The Last Will and Testament
A will contains details as to where your property will go after your death and is a very important document in your estate plan. Your last will and testament include your directions for:
- Manager or the executor of your estate.
- Distribution of your property among your beneficiaries.
- Guardian for your minor children.
- Management of assets you leave behind for your minor children.
- Your debts and their repayment.
- Any debts owed to you.
The courts will distribute your assets as per your last will and testament after you are gone. So, it becomes imperative that you write a will even if you are unable to create a complete end-of-life plan. This estate settling process is known as probate.
The Advance Care Directive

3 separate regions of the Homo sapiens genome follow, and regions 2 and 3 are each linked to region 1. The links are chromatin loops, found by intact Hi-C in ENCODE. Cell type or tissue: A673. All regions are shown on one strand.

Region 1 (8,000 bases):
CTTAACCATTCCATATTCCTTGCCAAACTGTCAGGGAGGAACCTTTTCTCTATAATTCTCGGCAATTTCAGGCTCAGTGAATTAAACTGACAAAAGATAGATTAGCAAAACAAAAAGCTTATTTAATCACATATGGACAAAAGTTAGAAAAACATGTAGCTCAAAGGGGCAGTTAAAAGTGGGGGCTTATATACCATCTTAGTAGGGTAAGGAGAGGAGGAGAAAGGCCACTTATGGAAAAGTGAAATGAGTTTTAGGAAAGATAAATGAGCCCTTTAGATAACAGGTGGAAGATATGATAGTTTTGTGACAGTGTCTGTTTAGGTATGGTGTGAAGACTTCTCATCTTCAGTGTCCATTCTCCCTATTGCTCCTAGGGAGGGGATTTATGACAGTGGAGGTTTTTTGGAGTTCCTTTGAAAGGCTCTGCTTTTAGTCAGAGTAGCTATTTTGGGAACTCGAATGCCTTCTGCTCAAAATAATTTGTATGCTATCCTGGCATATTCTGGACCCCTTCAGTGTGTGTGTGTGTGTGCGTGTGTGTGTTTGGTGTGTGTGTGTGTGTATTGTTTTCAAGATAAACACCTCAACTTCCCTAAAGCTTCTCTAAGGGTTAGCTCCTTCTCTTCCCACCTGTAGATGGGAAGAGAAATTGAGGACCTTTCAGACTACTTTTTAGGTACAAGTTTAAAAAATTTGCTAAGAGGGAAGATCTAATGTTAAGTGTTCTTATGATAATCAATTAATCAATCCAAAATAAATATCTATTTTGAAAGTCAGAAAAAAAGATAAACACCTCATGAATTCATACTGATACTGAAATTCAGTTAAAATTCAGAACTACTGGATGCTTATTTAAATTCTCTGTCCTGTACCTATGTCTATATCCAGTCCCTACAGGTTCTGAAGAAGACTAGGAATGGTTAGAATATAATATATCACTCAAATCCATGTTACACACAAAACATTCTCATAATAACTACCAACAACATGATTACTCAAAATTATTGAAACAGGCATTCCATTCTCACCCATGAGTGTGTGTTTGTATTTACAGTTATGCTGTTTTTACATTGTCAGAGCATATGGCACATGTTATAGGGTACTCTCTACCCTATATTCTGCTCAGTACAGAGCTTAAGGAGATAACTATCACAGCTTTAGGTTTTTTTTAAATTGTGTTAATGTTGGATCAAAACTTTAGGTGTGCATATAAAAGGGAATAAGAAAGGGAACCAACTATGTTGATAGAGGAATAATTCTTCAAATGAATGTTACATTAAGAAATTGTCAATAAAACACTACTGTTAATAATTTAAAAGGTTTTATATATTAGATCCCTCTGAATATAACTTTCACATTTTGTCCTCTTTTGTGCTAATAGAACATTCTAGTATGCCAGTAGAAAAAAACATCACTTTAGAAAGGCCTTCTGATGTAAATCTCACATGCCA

An advance care directive or a living will is a document that communicates your health care choices in case you are too impaired to express them yourselves.
An advance care directive addresses issues like resuscitation, intubation, or hospitalization. In this document, you list your choices regarding these, to health care workers.
The Power of Attorney
A power of attorney is a legal document that empowers someone to make decisions and perform duties on your behalf. The exact quantum of powers that are in the individual’s hands is clearly laid down within the power of attorney document.
You can appoint a separate power of attorney for health care who makes medical decisions, apart from a financial power of attorney for financial decisions.
The Living Trust